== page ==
The authors suggest that national funding may give institutions more resources to support their application, such as professional help to draft an application or travel grants to network with potential collaborators.

    However, inadequate national funding is also a catalyst for many researchers to apply for EU funding.

    In the United Kingdom, uncertainty surrounds how researchers who wish to apply or are recipients of Horizon 2020 funding will be affected by the country’s exit from the EU. According to a Digital Science report published last year, the UK gained more than £8 billion in EU research funding between 2006 and 2015, making it the second-highest recipient after Germany. “For the moment, researchers in the UK are continuing to apply for funding as normal”, says Butler.

    The Horizon 2020 programme is undergoing a mid-term review to evaluate its effectiveness. The outcome is due at the end of 2017.

    Enger’s current research is reviewing Horizon 2020 applications from various EU countries over a longer time frame. It will also consider the influence of international collaborative networks on levels of participation and success.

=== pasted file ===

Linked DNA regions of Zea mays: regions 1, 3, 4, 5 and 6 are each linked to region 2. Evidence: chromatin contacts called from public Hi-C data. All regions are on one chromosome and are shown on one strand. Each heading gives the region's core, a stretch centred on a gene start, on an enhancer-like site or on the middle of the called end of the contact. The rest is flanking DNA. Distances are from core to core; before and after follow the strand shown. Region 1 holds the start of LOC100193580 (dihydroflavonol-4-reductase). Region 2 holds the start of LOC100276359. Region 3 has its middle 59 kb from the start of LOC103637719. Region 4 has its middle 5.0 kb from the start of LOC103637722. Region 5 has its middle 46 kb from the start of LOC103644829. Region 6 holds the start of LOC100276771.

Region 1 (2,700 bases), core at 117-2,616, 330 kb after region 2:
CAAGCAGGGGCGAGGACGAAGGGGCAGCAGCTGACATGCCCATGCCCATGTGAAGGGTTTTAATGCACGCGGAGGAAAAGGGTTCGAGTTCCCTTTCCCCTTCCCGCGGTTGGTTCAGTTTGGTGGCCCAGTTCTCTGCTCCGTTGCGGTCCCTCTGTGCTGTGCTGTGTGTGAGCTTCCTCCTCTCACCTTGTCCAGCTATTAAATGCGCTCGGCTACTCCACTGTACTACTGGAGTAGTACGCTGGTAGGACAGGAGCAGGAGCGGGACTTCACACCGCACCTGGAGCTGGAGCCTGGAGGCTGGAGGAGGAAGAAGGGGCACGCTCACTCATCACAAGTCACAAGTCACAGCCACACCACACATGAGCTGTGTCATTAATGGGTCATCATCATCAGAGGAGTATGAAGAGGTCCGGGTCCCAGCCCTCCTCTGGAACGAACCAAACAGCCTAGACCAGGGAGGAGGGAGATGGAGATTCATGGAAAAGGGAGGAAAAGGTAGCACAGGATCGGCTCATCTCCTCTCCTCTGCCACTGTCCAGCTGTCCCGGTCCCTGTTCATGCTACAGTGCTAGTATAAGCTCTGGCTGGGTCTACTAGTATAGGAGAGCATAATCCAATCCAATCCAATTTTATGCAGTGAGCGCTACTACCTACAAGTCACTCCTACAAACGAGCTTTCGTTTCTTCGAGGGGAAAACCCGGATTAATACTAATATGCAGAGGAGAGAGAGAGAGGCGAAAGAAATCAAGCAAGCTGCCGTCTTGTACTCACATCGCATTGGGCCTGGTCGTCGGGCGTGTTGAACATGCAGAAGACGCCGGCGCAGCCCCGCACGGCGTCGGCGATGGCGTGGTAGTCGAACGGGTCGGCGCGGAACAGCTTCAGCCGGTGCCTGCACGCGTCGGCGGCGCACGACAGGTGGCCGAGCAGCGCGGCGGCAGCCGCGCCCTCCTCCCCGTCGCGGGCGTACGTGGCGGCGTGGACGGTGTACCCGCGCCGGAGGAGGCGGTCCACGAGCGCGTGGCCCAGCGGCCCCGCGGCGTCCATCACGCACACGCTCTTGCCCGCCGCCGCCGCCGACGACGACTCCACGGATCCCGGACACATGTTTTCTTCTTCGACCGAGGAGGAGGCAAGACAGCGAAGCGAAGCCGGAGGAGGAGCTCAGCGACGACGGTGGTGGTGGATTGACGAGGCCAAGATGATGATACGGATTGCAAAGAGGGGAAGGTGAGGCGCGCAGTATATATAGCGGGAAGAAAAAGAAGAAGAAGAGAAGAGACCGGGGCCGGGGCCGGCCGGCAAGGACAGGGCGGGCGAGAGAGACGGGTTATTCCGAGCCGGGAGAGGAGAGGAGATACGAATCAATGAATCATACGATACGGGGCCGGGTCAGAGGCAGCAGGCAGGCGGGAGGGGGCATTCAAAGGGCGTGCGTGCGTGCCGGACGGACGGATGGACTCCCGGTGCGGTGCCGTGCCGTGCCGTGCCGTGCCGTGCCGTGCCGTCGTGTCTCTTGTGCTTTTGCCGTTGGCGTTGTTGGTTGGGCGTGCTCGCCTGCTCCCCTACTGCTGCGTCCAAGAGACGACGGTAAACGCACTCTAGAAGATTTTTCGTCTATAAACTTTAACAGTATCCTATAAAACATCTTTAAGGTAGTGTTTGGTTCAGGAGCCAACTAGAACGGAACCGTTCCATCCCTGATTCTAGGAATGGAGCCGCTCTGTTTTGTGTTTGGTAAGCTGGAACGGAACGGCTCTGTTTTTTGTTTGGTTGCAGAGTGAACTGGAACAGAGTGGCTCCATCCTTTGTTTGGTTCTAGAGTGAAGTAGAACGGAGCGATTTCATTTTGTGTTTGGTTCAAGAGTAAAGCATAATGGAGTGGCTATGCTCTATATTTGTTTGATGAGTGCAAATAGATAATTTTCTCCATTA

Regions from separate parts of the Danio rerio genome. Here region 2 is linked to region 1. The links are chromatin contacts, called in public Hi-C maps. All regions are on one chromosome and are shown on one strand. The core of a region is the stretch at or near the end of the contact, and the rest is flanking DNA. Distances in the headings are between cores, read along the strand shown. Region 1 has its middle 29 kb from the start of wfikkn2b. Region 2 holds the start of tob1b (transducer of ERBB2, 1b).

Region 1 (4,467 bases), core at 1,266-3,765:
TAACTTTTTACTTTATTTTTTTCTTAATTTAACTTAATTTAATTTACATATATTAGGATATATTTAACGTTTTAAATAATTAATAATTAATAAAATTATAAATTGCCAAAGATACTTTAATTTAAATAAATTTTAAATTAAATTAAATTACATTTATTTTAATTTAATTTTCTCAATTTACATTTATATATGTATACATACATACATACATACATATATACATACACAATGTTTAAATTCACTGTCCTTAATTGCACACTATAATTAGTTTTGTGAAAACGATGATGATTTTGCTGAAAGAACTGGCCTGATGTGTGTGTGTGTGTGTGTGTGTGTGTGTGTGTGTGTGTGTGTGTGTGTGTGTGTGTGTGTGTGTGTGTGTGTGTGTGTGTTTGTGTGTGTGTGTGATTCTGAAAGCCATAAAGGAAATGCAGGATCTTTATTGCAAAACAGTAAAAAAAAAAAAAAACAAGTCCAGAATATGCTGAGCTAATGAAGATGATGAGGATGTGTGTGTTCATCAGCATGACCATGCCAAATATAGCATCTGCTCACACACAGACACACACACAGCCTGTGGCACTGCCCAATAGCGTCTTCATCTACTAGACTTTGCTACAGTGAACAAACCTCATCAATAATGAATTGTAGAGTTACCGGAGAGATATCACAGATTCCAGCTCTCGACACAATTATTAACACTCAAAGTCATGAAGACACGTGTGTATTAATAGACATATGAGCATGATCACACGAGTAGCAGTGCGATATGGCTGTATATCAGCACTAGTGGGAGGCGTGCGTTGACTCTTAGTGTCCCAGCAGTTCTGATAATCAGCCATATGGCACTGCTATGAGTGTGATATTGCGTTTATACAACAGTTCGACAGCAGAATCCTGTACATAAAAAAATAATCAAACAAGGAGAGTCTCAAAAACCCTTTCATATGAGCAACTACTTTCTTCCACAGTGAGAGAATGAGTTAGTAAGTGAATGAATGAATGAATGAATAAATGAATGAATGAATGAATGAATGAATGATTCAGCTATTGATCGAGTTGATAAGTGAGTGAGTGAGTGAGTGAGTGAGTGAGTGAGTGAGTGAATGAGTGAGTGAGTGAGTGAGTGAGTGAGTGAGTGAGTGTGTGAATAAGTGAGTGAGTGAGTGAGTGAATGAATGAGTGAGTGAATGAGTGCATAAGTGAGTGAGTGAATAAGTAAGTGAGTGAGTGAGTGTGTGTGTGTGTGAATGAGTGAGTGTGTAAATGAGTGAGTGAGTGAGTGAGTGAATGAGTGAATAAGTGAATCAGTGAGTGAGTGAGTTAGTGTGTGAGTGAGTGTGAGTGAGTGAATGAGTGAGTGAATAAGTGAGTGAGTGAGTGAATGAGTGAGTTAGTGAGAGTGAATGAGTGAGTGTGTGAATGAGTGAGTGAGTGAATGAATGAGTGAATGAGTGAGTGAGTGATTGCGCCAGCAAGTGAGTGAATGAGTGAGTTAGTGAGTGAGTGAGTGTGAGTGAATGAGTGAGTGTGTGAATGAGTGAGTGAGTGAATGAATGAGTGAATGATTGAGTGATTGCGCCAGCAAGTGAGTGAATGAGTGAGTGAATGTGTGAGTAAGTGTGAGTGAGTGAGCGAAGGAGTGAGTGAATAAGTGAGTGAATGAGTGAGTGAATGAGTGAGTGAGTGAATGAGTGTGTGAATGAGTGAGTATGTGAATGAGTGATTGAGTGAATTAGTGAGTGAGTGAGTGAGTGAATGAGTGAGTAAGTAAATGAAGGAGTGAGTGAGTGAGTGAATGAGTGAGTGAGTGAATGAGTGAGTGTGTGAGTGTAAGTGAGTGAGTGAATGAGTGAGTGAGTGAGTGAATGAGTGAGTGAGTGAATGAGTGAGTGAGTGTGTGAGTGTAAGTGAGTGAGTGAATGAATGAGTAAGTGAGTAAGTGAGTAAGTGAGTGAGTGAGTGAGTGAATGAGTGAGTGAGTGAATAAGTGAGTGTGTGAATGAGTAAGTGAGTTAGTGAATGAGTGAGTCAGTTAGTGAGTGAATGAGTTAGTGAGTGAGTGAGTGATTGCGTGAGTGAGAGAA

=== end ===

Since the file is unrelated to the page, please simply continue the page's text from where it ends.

See the full article here .

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    Nature is a weekly international journal publishing the finest peer-reviewed research in all fields of science and technology on the basis of its originality, importance, interdisciplinary interest, timeliness, accessibility, elegance and surprising conclusions. Nature also provides rapid, authoritative, insightful and arresting news and interpretation of topical and coming trends affecting science, scientists and the wider public.

  • richardmitnick 9:44 am on March 10, 2017 Permalink | Reply
    Tags: Applied Research, Carbon Fibre,   

    From CSIRO: “Carbon fibre coup: Secret recipes and super strength” 

    CSIRO bloc

    Commonwealth Scientific and Industrial Research Organisation

    20th February 2017 [Where has this been hiding?]
    Rachael Vorwerk

    Slightly more elaborate than a pasta maker: this machine helps us to create a new carbon fibre mix. No image credit